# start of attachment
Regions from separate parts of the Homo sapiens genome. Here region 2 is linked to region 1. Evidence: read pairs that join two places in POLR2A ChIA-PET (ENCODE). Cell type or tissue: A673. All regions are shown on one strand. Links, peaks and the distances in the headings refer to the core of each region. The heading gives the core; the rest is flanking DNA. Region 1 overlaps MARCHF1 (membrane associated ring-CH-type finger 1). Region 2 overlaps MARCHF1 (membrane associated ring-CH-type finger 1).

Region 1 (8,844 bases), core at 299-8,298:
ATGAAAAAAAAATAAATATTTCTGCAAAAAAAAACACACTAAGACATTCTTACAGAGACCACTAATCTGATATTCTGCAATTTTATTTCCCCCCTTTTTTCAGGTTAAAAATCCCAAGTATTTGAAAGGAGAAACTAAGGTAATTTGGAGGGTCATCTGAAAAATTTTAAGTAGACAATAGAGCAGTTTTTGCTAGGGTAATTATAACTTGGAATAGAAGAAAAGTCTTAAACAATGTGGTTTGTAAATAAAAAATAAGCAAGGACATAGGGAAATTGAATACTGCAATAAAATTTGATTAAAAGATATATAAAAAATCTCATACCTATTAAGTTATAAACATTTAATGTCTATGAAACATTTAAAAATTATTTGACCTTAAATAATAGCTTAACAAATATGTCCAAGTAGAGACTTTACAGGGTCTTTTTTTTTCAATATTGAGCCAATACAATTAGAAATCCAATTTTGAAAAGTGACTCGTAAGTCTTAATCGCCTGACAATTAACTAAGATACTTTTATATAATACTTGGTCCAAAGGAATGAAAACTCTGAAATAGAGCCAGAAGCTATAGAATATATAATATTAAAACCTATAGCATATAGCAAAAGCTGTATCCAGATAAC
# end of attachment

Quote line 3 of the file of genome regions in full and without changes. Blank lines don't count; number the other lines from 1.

ATGAAAAAAAAATAAATATTTCTGCAAAAAAAAACACACTAAGACATTCTTACAGAGACCACTAATCTGATATTCTGCAATTTTATTTCCCCCCTTTTTTCAGGTTAAAAATCCCAAGTATTTGAAAGGAGAAACTAAGGTAATTTGGAGGGTCATCTGAAAAATTTTAAGTAGACAATAGAGCAGTTTTTGCTAGGGTAATTATAACTTGGAATAGAAGAAAAGTCTTAAACAATGTGGTTTGTAAATAAAAAATAAGCAAGGACATAGGGAAATTGAATACTGCAATAAAATTTGATTAAAAGATATATAAAAAATCTCATACCTATTAAGTTATAAACATTTAATGTCTATGAAACATTTAAAAATTATTTGACCTTAAATAATAGCTTAACAAATATGTCCAAGTAGAGACTTTACAGGGTCTTTTTTTTTCAATATTGAGCCAATACAATTAGAAATCCAATTTTGAAAAGTGACTCGTAAGTCTTAATCGCCTGACAATTAACTAAGATACTTTTATATAATACTTGGTCCAAAGGAATGAAAACTCTGAAATAGAGCCAGAAGCTATAGAATATATAATATTAAAACCTATAGCATATAGCAAAAGCTGTATCCAGATAAC